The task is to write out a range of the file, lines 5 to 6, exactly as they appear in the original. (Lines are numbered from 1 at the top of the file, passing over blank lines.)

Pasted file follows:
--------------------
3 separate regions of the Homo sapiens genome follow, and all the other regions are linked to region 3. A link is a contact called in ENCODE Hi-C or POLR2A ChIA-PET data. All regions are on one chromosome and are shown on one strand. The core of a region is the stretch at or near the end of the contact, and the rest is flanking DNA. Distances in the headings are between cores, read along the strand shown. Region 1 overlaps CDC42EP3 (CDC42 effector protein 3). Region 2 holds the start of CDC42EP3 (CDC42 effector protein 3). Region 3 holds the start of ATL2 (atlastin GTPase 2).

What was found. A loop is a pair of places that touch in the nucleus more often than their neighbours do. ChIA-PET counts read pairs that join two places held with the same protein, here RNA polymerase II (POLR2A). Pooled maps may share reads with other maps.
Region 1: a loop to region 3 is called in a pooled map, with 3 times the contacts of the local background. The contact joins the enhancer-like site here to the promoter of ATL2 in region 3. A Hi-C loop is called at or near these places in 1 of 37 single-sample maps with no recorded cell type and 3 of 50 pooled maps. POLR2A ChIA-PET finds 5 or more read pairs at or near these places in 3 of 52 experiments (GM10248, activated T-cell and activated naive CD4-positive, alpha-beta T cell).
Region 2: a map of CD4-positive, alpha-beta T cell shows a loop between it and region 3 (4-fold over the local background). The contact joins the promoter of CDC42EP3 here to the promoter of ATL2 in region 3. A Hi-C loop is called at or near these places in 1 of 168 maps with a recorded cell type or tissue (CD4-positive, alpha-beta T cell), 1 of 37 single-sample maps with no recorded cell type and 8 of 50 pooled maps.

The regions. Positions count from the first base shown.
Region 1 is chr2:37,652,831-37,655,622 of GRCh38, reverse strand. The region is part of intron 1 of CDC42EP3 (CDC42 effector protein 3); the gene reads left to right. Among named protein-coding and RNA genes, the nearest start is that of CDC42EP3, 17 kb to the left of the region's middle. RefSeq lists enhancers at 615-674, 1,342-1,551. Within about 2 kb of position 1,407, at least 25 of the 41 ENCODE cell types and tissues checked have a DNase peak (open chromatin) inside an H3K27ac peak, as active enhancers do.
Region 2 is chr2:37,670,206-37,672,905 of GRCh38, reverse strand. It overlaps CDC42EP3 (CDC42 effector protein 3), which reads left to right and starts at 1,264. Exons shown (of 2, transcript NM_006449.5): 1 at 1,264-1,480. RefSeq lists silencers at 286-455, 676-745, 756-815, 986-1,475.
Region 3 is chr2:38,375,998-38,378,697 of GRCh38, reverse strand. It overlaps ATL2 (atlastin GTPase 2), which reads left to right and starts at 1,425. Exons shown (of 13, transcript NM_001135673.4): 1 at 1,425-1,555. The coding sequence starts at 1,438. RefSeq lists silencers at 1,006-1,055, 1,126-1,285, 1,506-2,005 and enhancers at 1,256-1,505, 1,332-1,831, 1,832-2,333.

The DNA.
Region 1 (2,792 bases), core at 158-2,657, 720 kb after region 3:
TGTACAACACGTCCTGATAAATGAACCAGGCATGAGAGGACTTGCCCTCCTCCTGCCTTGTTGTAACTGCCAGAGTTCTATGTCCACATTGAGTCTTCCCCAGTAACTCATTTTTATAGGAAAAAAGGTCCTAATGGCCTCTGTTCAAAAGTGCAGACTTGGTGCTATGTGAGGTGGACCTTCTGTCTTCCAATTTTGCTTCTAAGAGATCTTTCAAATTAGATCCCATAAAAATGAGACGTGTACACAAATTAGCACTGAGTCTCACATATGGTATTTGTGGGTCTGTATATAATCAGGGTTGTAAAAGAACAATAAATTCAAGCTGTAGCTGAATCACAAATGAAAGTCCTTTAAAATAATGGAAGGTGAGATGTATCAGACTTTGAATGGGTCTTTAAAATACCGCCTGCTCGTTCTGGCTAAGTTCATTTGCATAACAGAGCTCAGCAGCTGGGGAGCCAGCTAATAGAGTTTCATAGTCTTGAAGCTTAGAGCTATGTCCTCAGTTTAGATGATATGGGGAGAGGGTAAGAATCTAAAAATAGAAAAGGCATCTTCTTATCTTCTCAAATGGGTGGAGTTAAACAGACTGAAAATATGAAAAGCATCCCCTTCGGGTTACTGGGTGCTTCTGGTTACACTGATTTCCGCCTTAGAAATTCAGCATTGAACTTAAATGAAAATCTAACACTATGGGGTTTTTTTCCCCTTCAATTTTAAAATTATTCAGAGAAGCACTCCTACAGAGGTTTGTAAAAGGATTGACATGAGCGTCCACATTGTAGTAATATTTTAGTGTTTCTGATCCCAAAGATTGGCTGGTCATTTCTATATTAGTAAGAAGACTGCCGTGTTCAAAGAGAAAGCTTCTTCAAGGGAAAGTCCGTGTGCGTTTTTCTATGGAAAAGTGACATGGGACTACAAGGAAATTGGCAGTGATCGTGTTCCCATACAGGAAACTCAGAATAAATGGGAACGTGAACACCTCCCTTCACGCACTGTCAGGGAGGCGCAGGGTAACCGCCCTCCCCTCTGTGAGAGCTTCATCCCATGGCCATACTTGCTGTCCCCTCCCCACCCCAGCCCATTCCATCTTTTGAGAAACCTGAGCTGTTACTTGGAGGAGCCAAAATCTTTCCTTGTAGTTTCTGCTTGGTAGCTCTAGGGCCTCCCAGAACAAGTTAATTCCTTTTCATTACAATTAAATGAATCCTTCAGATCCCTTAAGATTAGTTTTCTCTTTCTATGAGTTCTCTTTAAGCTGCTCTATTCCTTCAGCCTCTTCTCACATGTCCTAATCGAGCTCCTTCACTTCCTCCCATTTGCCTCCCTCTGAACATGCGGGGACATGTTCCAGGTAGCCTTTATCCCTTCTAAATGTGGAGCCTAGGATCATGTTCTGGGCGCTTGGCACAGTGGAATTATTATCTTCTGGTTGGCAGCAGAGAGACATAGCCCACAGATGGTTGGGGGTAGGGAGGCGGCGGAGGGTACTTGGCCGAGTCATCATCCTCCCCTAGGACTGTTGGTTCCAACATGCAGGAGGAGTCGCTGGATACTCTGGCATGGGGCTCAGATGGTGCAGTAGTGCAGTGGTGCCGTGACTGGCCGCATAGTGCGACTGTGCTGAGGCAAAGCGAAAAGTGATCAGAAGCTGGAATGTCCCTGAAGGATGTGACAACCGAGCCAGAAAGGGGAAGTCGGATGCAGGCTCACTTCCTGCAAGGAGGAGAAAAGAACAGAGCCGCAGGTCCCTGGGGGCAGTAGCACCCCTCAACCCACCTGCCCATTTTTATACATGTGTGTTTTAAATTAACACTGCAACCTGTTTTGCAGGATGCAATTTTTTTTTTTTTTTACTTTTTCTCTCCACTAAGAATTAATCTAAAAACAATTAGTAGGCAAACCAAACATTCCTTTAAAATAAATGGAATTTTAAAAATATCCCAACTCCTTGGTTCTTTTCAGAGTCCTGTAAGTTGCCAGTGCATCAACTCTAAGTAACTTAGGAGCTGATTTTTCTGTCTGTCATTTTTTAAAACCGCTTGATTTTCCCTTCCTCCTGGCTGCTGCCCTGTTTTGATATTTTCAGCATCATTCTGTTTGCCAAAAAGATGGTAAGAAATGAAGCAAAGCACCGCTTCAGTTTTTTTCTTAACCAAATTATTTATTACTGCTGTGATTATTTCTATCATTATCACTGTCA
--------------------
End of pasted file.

The regions. Positions count from the first base shown.
Region 1 is chr2:37,652,831-37,655,622 of GRCh38, reverse strand. The region is part of intron 1 of CDC42EP3 (CDC42 effector protein 3); the gene reads left to right. Among named protein-coding and RNA genes, the nearest start is that of CDC42EP3, 17 kb to the left of the region's middle. RefSeq lists enhancers at 615-674, 1,342-1,551. Within about 2 kb of position 1,407, at least 25 of the 41 ENCODE cell types and tissues checked have a DNase peak (open chromatin) inside an H3K27ac peak, as active enhancers do.